I’ve written plenty about how to become a YouTube star (see free eBook v2 and “Beyond Viral“), but today’s post is the first of a series about the persistence of some top YouTube talent. It’s one thing to break through the clutter and develop a following, but quite another thing to maintain it… the latter takes consistency, adaptability, time, ability to spot trends, endurance, patience, loads of work, and thick skin.
Yesterday I sent a note to about 20 top YouTube stars… focusing mostly on the independent acts who didn’t have a large fan base until YouTube (that excluded offline “real” stars, musicians, and production companies). If you’re interested in my e-mail to them, select “more” below.
The key question I asked them is simply, “what keeps you going.”
Now I’d like to share 3 of the early responses (part 1 of a series), and ask you WillVideoForFood readers the same question in a different way. What do YOU think separates the leading YouTube creators from the rest of us? Is it talent, consistency, interaction with fan base, variety, adaptability, omni-presence? Or is the underlying currency, as Producer Fred Seibert observed to me, “narcissism”? I don’t think Fred meant that word to carry the negative baggage, rather he presented it as a base characteristic of enduring entertainers… it’s what allows them to overcome the many barriers and exert uncompromising effort.
1) BrittaniLouiseTaylor: Passion
HUGS, BLT 😀
2) RhettandLink: Power of Two
The second reason is that we keep having new ideas. We keep coming up with stuff that we want to create. A related reason is that our success isn’t based on one genre. We’ve tried a lot, and a fair amount has worked. The last reason is the fact that there are two of us. We are much less likely to quit because we can motivate one another. Thanks! -Rhett
3) CharlesTrippy: Community
Hey man!! Hows it going on your end?! Ive been watching your unclenalts videos and I am like “dude, when did the kids get so old!!” insane! (your fam is the original tards! haha). What keeps me going? Yah, you kind of nailed it with your points but I think there are a few reasons that keep me motivated.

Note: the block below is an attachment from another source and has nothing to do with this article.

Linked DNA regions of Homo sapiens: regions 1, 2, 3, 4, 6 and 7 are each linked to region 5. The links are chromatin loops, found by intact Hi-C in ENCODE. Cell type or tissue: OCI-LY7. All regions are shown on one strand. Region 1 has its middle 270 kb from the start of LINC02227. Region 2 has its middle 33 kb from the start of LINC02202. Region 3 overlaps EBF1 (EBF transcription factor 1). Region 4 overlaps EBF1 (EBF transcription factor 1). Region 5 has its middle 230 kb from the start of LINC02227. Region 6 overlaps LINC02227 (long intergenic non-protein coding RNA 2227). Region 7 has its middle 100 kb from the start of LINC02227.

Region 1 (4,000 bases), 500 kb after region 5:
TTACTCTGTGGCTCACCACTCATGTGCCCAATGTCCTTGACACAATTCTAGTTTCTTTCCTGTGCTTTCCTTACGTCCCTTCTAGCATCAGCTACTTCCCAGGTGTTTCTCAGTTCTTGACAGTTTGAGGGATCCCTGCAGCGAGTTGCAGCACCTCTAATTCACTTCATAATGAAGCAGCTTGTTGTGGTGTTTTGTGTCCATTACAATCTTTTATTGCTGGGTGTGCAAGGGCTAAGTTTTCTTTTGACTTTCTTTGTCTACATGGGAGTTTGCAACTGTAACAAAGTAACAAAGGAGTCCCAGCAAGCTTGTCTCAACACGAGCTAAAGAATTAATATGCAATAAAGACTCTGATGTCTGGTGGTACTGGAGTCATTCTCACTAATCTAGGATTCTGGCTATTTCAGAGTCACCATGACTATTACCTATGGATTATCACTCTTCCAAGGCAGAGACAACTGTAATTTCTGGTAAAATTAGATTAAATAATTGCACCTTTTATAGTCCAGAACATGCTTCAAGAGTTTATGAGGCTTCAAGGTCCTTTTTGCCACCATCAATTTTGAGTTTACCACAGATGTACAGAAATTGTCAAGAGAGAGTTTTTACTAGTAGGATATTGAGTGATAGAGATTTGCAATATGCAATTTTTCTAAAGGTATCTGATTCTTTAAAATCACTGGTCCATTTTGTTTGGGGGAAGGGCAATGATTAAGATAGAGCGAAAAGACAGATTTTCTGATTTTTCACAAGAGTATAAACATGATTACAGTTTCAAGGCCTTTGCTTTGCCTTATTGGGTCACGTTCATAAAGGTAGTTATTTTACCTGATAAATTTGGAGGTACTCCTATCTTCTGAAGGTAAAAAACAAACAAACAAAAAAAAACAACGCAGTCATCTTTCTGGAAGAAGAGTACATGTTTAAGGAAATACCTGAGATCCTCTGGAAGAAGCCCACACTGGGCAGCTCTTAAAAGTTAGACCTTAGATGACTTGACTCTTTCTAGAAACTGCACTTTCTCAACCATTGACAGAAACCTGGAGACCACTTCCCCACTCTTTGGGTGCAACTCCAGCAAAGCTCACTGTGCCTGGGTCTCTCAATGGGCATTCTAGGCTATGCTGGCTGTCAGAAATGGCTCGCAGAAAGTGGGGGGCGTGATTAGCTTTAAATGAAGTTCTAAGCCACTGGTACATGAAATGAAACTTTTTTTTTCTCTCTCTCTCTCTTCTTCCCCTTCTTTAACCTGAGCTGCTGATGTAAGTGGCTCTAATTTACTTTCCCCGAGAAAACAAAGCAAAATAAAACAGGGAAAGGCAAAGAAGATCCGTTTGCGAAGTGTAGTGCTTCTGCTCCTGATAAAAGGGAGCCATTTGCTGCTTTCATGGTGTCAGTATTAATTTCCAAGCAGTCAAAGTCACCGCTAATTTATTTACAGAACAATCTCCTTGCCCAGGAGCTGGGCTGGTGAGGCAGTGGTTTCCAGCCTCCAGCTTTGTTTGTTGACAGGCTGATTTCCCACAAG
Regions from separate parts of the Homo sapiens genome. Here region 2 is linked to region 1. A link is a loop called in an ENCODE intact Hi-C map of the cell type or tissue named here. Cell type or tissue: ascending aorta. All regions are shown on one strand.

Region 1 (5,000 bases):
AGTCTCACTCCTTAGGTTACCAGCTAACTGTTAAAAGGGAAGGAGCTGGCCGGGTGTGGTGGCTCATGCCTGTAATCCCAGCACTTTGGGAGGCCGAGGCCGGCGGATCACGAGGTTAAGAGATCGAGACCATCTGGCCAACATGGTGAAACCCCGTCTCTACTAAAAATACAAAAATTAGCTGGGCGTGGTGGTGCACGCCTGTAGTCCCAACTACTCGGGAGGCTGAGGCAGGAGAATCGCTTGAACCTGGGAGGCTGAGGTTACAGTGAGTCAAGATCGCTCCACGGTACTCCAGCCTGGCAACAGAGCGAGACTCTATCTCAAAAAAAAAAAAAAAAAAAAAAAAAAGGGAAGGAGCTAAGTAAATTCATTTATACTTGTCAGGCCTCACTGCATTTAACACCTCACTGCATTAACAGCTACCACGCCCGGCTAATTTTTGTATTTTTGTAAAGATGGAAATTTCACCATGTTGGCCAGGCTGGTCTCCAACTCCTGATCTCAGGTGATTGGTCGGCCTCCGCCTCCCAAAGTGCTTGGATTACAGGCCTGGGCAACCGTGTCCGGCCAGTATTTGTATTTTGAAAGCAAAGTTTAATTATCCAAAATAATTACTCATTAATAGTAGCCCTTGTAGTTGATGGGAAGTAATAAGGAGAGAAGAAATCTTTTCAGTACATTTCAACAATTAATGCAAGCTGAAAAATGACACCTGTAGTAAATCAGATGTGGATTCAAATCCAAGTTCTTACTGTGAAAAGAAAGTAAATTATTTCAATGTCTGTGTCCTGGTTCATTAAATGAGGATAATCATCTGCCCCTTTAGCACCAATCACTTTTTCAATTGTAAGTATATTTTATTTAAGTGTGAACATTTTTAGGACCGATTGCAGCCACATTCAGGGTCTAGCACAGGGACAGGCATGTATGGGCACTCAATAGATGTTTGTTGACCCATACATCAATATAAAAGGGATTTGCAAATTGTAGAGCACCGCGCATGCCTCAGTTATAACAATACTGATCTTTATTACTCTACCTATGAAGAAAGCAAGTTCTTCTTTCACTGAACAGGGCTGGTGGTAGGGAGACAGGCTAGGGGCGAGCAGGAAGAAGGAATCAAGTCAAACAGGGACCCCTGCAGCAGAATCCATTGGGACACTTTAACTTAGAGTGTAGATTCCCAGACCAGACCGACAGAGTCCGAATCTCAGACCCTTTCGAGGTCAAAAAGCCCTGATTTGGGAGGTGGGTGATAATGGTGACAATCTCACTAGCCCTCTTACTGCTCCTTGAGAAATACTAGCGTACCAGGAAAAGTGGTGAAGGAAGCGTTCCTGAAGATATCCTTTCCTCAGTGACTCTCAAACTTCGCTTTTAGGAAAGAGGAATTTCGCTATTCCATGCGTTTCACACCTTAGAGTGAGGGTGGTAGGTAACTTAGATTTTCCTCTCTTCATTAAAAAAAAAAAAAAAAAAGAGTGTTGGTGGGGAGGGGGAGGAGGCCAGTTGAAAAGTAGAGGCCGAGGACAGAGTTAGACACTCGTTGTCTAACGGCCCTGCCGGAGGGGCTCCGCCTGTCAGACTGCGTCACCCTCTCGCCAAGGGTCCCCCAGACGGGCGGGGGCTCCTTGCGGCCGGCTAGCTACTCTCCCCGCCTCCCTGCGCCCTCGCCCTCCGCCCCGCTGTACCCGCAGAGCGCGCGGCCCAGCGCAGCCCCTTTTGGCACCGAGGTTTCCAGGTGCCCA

I’d say the community plays a HUGE part – just when I get discouraged or frustrated I go back and read the comments and it seems to pop me back in place, you know? I also think about the future and I love the fact that i’ll have these videos/days documented. We’ve been lucky enough to pretty much film Alli and I’s entire relationship (we started like 5 monthsor less after dating) so to have that means a lot to us. Also, I don’t want to say it’s really motivation but the fact that Youtube/Google pays it’s creators keeps me motivated because I can invest all of my time in it and still make a life for myself and my family 🙂 Don’t get me wrong, it’s not easy I know you posted daily (sometimes twice) for a very long time so I know you can relate. I think above all the community is the #1 source of encouragement and motivation for me…. -Charles Trippy
Coming soon: Responses I’ve already received from YouTube’s most-subscribed: WheezyWaiter, Michael Buckley, VenetianPrincess, Hank Green, KipKay, Edbassmaster.
To see my note to these peeps, click more. And don’t forget to comment yourself: what do YOU think it takes?
My letter to the peeps: Dear X- (I began most notes with a reference to a recent video so they’d realize I wasn’t just slapping them with spam)….I know you get loads of e-mail, but I hope you might take 3 minutes to answer a simple question. What keeps you going?
Unlike me, in the marathon of YouTube you’re one of the Nigerian runners that continue to outpace other creators. I find this personally interesting, and something that might help other amateurs determine if they “have what it takes.”
I’m asking you this to inform a 5/12 blog post (willvideoforfood) and maybe a video on the subject of webstars and persistence. After you’re done answering (but not before) you may wish to read my own theories on the opposite… “what’s NOT kept me going.”
My own theories on why I’ve dropped:
-I started for fun, and when it became a significant income source I lost site of that.
-The community feedback was motivating, but ultimately made me feel dependent on external validation in the forms of #s and praise.
-I liked being a big fish in a small pond, but now the medium is more competitive and the talent is better.
-I am too thin skinned to handle the persistent criticism.
-It became “all consuming,” and I needed to refocus on family/career.
-I ran out of ideas.
-My dip is a natural part of the evolution of the medium as more talented people surfaced.
Anyway, your answer may give me clues to what’s really happening. More importantly, I hope it will help the future (used their name here again) as they consider if they have what it takes.